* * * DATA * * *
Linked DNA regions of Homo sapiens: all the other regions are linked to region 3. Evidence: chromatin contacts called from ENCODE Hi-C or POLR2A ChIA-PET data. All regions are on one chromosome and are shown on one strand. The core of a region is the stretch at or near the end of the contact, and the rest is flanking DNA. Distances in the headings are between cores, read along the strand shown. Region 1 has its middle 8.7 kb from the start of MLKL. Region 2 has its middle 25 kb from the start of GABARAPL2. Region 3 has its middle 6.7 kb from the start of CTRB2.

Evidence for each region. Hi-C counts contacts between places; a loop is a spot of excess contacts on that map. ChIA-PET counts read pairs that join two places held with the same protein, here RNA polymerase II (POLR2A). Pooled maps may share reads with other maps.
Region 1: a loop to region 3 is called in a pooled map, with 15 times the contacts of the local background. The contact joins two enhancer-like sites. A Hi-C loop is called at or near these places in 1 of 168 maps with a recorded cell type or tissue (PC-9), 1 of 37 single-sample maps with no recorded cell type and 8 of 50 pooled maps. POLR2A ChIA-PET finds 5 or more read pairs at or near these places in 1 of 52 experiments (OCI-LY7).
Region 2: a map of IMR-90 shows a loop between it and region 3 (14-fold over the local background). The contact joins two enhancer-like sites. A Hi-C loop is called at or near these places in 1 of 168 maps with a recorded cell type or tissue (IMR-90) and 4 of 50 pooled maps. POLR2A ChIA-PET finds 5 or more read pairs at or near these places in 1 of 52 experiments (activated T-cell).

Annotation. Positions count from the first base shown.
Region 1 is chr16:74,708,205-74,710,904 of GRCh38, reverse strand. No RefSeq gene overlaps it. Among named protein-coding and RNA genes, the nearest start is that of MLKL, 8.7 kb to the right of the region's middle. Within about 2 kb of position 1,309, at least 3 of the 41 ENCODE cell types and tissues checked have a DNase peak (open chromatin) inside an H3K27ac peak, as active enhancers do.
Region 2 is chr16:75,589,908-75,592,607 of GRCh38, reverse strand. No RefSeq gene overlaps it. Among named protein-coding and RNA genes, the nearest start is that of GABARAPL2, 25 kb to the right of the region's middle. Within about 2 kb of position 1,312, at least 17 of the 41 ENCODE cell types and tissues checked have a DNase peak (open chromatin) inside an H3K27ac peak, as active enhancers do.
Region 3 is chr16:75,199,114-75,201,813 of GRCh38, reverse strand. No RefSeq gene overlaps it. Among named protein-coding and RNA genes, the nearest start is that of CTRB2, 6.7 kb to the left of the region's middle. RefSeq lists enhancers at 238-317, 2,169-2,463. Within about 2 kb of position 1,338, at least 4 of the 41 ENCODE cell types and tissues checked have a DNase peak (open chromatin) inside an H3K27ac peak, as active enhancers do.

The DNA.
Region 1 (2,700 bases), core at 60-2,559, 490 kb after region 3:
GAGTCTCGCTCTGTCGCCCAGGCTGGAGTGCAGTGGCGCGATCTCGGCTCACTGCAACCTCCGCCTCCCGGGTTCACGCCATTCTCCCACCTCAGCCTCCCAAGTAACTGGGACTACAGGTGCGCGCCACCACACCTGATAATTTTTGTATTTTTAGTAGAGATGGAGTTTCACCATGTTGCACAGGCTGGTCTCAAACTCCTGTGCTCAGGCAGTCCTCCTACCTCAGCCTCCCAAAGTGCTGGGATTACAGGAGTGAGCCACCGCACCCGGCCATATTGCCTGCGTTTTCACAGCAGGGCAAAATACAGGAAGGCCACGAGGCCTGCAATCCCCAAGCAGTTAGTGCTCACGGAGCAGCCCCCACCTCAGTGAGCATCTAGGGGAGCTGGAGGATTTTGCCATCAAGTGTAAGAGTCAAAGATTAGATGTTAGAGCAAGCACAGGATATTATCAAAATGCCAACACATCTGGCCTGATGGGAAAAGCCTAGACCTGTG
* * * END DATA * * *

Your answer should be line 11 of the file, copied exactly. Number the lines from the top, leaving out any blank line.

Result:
GAGTCTCGCTCTGTCGCCCAGGCTGGAGTGCAGTGGCGCGATCTCGGCTCACTGCAACCTCCGCCTCCCGGGTTCACGCCATTCTCCCACCTCAGCCTCCCAAGTAACTGGGACTACAGGTGCGCGCCACCACACCTGATAATTTTTGTATTTTTAGTAGAGATGGAGTTTCACCATGTTGCACAGGCTGGTCTCAAACTCCTGTGCTCAGGCAGTCCTCCTACCTCAGCCTCCCAAAGTGCTGGGATTACAGGAGTGAGCCACCGCACCCGGCCATATTGCCTGCGTTTTCACAGCAGGGCAAAATACAGGAAGGCCACGAGGCCTGCAATCCCCAAGCAGTTAGTGCTCACGGAGCAGCCCCCACCTCAGTGAGCATCTAGGGGAGCTGGAGGATTTTGCCATCAAGTGTAAGAGTCAAAGATTAGATGTTAGAGCAAGCACAGGATATTATCAAAATGCCAACACATCTGGCCTGATGGGAAAAGCCTAGACCTGTG